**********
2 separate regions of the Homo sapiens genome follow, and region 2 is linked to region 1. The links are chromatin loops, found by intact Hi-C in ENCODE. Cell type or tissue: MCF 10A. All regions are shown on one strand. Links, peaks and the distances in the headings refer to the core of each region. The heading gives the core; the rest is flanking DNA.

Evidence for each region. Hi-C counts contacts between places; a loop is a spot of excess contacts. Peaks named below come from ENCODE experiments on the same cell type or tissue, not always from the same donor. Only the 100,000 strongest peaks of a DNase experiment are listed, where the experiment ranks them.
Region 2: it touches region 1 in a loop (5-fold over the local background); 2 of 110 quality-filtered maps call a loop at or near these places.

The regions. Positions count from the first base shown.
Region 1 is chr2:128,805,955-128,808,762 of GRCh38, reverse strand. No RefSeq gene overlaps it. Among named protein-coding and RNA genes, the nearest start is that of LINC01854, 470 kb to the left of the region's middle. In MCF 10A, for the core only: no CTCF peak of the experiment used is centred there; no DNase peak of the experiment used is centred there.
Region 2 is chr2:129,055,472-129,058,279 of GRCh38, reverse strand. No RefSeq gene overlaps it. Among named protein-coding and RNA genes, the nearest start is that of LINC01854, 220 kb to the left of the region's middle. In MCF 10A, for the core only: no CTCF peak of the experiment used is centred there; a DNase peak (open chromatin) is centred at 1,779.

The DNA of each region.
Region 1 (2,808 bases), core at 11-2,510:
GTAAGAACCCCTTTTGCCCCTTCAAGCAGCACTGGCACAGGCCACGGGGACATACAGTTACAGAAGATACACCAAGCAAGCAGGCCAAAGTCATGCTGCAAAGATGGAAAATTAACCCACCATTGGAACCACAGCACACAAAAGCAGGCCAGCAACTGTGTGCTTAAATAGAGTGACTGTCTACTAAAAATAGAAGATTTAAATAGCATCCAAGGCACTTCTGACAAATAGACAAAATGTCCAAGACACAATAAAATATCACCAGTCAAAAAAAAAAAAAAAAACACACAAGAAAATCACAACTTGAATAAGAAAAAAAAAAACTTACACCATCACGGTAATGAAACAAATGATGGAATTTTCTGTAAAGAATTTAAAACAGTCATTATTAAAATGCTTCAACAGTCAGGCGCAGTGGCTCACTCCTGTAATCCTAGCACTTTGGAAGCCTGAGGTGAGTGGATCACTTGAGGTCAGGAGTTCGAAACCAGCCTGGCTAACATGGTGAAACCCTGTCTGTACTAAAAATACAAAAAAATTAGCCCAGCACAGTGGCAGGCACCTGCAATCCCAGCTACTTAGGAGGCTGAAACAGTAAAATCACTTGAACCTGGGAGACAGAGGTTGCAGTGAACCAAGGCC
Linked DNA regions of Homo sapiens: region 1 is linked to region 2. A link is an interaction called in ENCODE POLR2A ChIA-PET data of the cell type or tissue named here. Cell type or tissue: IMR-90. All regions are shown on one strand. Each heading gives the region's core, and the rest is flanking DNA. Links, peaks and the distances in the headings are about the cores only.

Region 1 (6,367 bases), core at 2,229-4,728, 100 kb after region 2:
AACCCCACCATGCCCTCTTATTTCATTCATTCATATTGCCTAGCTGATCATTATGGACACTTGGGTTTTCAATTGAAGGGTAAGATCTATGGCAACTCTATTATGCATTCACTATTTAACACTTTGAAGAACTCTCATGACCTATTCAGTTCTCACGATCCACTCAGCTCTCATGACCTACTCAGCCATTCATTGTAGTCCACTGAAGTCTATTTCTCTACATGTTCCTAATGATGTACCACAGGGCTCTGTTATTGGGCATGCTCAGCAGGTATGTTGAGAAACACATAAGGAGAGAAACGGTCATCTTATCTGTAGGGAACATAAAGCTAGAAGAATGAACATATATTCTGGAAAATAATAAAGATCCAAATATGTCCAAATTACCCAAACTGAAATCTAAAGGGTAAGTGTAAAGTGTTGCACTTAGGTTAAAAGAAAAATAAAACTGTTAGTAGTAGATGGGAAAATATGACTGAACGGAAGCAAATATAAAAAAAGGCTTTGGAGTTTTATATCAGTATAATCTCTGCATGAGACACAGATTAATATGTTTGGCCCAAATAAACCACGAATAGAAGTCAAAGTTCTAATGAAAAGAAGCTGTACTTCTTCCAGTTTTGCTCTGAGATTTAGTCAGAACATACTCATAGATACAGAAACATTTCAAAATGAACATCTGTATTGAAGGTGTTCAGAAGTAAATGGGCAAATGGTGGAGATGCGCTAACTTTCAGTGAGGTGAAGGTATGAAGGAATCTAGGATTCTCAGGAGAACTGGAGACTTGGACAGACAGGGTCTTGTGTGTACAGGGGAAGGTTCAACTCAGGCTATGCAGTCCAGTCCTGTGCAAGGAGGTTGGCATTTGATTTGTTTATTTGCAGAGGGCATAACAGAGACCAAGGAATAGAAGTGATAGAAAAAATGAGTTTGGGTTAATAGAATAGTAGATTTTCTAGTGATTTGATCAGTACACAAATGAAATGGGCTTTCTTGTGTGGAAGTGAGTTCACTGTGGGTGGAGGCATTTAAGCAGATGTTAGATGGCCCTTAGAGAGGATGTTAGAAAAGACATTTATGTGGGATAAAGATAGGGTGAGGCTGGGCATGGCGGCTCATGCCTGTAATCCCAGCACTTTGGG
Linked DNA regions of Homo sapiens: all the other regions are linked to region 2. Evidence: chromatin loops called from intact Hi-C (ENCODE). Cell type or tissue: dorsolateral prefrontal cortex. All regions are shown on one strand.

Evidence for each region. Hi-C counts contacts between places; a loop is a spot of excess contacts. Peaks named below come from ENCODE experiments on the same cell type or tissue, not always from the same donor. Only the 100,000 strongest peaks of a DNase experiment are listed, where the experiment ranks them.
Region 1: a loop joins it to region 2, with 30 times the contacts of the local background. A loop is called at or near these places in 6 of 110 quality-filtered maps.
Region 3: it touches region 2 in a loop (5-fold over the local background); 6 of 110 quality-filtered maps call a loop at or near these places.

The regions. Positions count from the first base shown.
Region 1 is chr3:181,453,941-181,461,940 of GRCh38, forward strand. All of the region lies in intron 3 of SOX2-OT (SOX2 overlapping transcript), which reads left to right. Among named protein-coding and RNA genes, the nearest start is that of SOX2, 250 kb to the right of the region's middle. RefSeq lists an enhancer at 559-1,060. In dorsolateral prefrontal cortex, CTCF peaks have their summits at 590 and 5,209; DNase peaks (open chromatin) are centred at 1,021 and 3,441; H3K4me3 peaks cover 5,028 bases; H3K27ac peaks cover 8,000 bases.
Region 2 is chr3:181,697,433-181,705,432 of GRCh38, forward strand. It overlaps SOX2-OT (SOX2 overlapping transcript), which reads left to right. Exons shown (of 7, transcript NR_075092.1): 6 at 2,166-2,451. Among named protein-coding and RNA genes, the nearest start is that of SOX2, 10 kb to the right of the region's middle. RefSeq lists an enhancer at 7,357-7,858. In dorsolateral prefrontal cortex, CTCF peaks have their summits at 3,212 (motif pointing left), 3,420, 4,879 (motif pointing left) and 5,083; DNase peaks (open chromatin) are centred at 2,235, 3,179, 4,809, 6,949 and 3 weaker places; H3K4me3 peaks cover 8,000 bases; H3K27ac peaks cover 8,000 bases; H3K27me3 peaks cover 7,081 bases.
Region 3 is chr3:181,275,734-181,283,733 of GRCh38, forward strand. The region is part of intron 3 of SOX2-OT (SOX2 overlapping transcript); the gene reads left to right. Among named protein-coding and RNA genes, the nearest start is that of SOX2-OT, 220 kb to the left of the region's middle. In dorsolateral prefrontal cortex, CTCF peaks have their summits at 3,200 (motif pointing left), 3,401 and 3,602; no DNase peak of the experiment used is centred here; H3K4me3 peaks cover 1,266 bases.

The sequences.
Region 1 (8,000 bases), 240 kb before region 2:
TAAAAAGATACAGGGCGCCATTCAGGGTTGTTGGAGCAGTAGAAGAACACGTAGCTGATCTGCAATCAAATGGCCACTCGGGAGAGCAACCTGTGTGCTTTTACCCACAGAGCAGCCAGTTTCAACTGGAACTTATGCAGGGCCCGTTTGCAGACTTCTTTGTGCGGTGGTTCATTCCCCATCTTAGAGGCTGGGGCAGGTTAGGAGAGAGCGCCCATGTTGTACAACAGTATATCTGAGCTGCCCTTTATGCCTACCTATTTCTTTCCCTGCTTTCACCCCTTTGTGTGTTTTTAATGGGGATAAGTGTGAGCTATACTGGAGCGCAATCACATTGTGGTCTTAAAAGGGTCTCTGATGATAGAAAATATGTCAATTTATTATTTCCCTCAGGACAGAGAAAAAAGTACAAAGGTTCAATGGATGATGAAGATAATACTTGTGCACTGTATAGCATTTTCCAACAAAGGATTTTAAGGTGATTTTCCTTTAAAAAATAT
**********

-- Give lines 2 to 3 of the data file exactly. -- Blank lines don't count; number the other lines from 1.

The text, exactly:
Evidence for each region. Hi-C counts contacts between places; a loop is a spot of excess contacts. Peaks named below come from ENCODE experiments on the same cell type or tissue, not always from the same donor. Only the 100,000 strongest peaks of a DNase experiment are listed, where the experiment ranks them.
Region 2: it touches region 1 in a loop (5-fold over the local background); 2 of 110 quality-filtered maps call a loop at or near these places.